Mark Murphy
Licensing Manager – Arizona Department of Financial Institutions (AZDFI)


Debra Rudd
Appraisal Regulatory Specialist – Arizona Department of Financial Institutions (AZDFI)


Over the past few years, there has been a lot of discussion about an impending shortage of real property appraisers due to the increasing age of the professionals who are working in the industry. At the same time, there has been some difficulty attracting new appraisers into the industry with the increased regulations and requirements to enter the profession.

When housing demand increased sharply last year in Seattle, Portland, and Denver, we heard stories of appraisal fees doubling in cost and turnaround times for a single-family residential appraisal report taking twice or three times as long to receive. The challenges to receive reports in a timely fashion and appraisal fees seem to have now stabilized. Demand can change rather quickly, but providing a supply of qualified appraisers takes a much longer time to produce.

The majority of Arizona appraisers reside in the Metropolitan Phoenix Area and Tucson. It can be a challenge to find appraisers in some remote rural areas of our state. Federal legislation has been proposed to promote economic growth, provide tailored regulatory relief and enhance consumer protections.  U.S. Senate Bill 2155 attempts to address the shortage of appraisers in rural areas nationwide by eliminating the need for an appraisal in a federally related transaction under certain circumstances. The bill would amend the Financial Institutions Reform, Recovery, and Enforcement Act for loans on rural real estate by lifting the appraisal requirement to lenders if they meet certain criteria.  Section 103 of the bill provides more information on this matter. It is still too early to tell whether this banking bill sponsored by 23 Senators will pass, or what effect this appraisal exemption may have, but easing the burden of regulations to small community banks and credit unions seems to be on its way.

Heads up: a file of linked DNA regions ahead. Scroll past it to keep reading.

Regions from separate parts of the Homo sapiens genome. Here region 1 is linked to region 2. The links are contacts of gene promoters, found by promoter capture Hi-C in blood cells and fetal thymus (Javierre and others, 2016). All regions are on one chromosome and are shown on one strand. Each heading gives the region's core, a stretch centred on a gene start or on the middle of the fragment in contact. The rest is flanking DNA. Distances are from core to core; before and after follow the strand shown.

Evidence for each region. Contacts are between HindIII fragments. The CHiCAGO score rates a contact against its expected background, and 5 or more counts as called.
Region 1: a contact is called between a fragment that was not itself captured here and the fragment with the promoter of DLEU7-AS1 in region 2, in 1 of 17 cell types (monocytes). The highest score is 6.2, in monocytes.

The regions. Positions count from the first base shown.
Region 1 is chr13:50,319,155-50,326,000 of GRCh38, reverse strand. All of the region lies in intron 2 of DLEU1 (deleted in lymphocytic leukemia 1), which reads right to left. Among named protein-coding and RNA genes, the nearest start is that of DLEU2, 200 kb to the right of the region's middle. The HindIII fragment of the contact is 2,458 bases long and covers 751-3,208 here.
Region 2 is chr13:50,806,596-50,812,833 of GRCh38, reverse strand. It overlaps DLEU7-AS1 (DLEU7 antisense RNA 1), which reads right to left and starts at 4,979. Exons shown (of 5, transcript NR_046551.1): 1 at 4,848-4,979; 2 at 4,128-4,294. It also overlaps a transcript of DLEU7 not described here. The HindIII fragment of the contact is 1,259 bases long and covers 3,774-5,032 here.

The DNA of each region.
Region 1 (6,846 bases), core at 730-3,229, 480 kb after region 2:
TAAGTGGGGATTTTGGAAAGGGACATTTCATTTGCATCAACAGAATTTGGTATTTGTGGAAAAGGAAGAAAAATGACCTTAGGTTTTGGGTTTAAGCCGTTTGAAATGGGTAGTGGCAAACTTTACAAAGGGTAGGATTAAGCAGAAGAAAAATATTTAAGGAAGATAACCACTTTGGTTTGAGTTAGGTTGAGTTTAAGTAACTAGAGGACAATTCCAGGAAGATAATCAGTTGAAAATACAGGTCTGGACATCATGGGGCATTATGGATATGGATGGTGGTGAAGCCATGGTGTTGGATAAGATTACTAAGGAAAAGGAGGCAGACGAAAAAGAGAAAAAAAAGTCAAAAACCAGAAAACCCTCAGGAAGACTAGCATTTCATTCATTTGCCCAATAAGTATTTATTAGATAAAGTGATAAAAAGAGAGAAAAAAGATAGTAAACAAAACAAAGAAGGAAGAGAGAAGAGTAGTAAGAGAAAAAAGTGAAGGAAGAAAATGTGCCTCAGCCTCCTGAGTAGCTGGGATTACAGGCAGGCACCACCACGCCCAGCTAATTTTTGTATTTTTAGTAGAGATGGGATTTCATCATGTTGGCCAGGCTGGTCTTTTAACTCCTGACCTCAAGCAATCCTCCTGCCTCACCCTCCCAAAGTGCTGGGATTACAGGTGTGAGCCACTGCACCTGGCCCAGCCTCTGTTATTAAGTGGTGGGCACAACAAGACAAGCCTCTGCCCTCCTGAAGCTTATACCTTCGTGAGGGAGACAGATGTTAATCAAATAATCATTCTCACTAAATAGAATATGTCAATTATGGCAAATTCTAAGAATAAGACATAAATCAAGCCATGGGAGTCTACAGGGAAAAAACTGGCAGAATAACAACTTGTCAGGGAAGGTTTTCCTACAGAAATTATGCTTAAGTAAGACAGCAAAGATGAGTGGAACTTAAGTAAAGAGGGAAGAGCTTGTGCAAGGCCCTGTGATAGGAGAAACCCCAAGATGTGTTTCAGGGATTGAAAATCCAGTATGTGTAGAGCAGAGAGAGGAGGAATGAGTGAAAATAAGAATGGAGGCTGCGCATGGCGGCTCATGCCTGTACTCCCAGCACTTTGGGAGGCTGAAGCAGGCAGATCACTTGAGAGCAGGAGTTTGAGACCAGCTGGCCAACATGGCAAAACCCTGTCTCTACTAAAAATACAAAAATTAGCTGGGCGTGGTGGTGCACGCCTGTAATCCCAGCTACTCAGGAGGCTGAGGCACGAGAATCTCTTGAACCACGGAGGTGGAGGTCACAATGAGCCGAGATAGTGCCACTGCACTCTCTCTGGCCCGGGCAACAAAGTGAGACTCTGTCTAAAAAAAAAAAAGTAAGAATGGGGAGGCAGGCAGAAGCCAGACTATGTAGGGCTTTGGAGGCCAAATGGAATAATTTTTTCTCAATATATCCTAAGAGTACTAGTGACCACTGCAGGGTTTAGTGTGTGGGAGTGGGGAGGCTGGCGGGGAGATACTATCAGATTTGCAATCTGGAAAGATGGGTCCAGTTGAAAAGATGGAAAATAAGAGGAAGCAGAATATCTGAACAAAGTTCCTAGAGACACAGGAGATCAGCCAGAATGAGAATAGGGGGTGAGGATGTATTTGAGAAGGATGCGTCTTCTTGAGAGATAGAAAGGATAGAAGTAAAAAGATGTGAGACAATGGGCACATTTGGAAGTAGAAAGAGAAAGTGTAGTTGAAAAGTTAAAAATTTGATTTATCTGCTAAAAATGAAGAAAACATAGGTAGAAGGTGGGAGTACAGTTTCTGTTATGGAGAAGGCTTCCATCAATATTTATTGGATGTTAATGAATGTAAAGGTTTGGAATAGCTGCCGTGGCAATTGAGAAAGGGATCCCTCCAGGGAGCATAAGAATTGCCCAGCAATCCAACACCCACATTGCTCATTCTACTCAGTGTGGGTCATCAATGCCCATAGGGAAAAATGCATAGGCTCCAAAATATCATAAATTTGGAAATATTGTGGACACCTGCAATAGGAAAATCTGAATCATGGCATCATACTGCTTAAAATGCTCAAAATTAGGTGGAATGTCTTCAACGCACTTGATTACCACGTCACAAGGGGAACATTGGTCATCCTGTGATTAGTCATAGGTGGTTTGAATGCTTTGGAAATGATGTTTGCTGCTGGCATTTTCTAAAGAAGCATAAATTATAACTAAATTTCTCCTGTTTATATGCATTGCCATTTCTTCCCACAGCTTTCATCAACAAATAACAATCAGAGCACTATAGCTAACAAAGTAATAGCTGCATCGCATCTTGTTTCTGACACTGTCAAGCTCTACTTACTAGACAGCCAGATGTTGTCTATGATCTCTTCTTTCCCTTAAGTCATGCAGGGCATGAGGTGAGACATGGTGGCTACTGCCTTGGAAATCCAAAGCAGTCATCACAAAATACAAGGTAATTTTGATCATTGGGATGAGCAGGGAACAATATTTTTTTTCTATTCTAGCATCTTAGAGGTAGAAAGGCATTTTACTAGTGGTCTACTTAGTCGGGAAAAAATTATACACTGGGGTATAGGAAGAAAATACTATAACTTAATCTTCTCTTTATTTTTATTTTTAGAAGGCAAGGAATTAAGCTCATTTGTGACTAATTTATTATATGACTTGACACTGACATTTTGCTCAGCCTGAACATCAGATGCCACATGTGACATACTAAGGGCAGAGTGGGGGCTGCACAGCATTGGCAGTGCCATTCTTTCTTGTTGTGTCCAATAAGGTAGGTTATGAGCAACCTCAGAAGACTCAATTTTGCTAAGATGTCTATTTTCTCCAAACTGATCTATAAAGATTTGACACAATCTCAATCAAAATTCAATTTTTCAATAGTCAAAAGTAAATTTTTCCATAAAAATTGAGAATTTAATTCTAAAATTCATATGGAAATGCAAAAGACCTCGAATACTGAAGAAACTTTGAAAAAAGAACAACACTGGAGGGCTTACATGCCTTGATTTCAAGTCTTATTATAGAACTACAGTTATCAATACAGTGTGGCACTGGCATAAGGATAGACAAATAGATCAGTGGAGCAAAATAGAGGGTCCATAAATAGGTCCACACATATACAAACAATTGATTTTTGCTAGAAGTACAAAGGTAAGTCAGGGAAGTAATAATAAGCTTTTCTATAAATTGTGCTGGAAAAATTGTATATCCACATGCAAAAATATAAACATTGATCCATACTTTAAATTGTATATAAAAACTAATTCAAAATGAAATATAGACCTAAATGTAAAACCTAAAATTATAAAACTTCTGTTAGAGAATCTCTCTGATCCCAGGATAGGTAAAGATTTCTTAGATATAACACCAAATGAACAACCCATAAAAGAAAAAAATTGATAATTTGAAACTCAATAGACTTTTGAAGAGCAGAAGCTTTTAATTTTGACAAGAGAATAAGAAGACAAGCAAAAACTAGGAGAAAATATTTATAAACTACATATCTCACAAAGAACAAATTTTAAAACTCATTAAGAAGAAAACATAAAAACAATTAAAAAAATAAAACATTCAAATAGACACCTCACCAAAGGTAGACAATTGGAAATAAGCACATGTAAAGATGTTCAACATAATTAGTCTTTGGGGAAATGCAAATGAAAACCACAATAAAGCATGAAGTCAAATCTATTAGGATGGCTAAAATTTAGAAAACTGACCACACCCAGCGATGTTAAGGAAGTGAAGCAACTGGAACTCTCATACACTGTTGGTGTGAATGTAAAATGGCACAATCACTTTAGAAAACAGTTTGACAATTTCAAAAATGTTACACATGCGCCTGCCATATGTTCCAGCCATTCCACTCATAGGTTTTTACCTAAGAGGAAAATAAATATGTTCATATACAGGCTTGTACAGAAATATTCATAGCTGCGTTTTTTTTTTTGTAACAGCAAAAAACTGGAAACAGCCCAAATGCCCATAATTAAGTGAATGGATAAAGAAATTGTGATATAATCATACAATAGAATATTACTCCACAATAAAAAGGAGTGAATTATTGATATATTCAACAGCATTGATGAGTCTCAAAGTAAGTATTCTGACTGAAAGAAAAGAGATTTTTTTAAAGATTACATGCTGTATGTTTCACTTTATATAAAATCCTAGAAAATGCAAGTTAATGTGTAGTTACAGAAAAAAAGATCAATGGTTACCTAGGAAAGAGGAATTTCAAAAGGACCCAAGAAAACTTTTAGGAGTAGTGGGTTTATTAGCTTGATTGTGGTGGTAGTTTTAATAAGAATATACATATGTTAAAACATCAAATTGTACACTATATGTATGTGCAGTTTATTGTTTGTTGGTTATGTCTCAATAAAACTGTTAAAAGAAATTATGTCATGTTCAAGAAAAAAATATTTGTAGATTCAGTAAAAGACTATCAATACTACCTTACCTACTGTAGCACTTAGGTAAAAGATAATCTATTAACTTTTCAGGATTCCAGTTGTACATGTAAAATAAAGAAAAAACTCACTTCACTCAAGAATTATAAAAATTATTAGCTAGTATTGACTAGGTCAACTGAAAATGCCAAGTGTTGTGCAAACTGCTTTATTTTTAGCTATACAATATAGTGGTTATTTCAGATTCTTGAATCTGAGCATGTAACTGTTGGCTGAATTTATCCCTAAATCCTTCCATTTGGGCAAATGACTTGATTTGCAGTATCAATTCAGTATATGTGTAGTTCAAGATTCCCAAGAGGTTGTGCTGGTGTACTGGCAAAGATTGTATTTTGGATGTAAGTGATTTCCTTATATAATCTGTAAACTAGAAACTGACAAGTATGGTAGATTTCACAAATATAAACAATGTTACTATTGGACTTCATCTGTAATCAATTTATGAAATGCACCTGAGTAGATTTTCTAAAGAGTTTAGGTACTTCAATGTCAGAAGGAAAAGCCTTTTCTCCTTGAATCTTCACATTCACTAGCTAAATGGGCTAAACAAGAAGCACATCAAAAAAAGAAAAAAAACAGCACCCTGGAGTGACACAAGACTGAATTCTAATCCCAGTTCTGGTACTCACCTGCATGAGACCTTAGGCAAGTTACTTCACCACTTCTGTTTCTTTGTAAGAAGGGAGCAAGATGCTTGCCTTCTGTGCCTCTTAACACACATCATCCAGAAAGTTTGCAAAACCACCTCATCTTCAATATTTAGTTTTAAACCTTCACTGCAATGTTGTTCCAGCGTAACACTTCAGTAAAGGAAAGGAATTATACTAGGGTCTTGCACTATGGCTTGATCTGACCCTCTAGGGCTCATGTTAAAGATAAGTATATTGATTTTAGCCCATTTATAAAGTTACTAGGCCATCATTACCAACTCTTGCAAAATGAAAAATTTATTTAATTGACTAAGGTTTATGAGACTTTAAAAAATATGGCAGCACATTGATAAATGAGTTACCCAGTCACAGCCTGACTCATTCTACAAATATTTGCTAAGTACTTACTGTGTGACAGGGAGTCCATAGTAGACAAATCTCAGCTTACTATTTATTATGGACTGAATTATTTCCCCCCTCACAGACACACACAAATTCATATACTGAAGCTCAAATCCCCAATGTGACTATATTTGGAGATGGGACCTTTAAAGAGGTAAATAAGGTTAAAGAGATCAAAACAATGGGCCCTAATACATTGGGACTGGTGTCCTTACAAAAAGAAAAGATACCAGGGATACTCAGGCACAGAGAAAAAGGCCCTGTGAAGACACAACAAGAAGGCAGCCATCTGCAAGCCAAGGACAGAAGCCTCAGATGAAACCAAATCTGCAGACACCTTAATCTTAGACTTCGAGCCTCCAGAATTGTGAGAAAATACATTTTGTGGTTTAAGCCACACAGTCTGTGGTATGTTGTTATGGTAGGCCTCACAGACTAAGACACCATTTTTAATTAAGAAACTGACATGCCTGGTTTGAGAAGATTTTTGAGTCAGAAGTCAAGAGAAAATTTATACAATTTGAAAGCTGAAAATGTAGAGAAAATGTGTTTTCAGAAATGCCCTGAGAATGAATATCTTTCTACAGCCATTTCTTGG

Although the aging population of appraisers is not as big of a concern currently on a widespread national scale, it appears to be one that is increasing. According to surveys by ClearBox®, LLC, the average age of an appraiser is 52 years young. However, there is some positive news considering the highest number of applicants taking the national exam in the first six months of 2017 was in the 26 to 34 year old category. As of December 2017, there are 95,688 actively credentialed appraisers nationwide or about 2 percent fewer than 2016. As of December 31, 2016, there were 96,856 appraiser credentials – down 2 percent from the end of 2015 and down 21 percent from the peak in 2007 of over 121,000. It is impossible to know how many of these appraisers actually practice instead of keeping their appraisal credential active while working in another field.  In Arizona, we have 2,019 actively credentialed appraisers, which is 19 more compared to a year ago. Our state also has 56 more Trainees than a year ago.